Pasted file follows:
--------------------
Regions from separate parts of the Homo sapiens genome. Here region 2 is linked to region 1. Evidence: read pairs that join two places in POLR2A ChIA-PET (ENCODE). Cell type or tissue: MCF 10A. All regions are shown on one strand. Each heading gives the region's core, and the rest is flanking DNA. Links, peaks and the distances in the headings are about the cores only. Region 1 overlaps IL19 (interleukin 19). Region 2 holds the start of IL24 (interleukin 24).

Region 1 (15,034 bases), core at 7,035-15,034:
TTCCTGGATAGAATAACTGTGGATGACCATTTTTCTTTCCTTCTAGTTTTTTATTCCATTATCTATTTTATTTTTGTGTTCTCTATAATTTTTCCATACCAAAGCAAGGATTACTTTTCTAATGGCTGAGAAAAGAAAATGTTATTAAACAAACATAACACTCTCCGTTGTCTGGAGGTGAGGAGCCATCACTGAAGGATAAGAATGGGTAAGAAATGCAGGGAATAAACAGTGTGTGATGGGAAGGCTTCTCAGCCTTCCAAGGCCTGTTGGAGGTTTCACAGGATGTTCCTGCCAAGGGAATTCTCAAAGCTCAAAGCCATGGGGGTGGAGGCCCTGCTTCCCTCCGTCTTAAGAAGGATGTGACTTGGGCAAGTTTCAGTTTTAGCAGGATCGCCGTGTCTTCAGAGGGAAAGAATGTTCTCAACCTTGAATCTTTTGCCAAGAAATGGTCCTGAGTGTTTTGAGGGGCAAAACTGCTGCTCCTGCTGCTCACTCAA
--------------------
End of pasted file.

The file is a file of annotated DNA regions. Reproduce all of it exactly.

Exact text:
Regions from separate parts of the Homo sapiens genome. Here region 2 is linked to region 1. Evidence: read pairs that join two places in POLR2A ChIA-PET (ENCODE). Cell type or tissue: MCF 10A. All regions are shown on one strand. Each heading gives the region's core, and the rest is flanking DNA. Links, peaks and the distances in the headings are about the cores only. Region 1 overlaps IL19 (interleukin 19). Region 2 holds the start of IL24 (interleukin 24).

Region 1 (15,034 bases), core at 7,035-15,034:
TTCCTGGATAGAATAACTGTGGATGACCATTTTTCTTTCCTTCTAGTTTTTTATTCCATTATCTATTTTATTTTTGTGTTCTCTATAATTTTTCCATACCAAAGCAAGGATTACTTTTCTAATGGCTGAGAAAAGAAAATGTTATTAAACAAACATAACACTCTCCGTTGTCTGGAGGTGAGGAGCCATCACTGAAGGATAAGAATGGGTAAGAAATGCAGGGAATAAACAGTGTGTGATGGGAAGGCTTCTCAGCCTTCCAAGGCCTGTTGGAGGTTTCACAGGATGTTCCTGCCAAGGGAATTCTCAAAGCTCAAAGCCATGGGGGTGGAGGCCCTGCTTCCCTCCGTCTTAAGAAGGATGTGACTTGGGCAAGTTTCAGTTTTAGCAGGATCGCCGTGTCTTCAGAGGGAAAGAATGTTCTCAACCTTGAATCTTTTGCCAAGAAATGGTCCTGAGTGTTTTGAGGGGCAAAACTGCTGCTCCTGCTGCTCACTCAA